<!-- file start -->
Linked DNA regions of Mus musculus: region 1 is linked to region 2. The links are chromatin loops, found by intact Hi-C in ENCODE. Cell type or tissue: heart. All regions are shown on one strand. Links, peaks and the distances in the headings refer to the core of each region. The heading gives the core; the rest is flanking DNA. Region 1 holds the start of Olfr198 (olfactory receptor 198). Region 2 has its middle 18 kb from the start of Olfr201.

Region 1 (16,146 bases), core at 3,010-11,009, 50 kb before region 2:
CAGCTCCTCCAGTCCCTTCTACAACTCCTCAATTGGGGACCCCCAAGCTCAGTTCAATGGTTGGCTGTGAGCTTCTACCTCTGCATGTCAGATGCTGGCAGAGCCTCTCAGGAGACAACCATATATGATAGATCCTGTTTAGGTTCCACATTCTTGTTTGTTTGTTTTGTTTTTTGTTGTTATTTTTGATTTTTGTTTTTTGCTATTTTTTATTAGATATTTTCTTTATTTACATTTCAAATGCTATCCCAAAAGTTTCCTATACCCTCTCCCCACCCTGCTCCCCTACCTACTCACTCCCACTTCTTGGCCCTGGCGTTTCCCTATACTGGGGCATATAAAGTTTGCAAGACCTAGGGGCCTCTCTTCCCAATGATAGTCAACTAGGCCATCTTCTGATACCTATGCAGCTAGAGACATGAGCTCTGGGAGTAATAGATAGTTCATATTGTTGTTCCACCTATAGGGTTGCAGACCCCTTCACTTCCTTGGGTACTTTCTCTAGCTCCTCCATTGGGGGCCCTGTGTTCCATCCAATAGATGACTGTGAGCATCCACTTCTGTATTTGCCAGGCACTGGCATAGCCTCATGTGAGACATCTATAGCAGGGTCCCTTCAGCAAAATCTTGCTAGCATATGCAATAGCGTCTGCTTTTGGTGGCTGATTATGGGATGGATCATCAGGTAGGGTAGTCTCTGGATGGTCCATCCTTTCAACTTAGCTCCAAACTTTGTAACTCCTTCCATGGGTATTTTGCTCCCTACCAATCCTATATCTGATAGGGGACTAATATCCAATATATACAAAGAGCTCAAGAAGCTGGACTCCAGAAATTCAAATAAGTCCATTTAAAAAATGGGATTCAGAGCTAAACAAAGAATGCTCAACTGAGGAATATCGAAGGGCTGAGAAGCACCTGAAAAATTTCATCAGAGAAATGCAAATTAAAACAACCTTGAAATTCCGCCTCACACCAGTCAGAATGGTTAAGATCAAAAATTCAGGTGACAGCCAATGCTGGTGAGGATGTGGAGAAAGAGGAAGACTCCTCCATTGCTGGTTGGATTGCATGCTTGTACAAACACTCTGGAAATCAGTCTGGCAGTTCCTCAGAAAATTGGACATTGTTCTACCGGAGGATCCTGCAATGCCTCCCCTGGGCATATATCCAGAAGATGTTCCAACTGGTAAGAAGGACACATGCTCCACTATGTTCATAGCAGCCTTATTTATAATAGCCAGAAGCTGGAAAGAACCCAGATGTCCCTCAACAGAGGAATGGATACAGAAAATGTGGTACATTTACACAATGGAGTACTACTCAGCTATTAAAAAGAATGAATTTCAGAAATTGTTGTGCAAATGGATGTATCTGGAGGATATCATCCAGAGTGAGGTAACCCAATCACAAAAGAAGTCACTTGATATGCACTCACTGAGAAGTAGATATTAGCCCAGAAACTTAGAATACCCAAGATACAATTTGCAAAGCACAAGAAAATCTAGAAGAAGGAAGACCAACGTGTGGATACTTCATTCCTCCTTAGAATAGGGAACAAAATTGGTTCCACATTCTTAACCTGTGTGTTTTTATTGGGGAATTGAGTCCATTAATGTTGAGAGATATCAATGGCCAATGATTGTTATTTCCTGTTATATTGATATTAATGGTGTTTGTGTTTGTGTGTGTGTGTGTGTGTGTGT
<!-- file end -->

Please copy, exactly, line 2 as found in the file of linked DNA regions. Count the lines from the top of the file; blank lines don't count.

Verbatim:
Region 1 (16,146 bases), core at 3,010-11,009, 50 kb before region 2: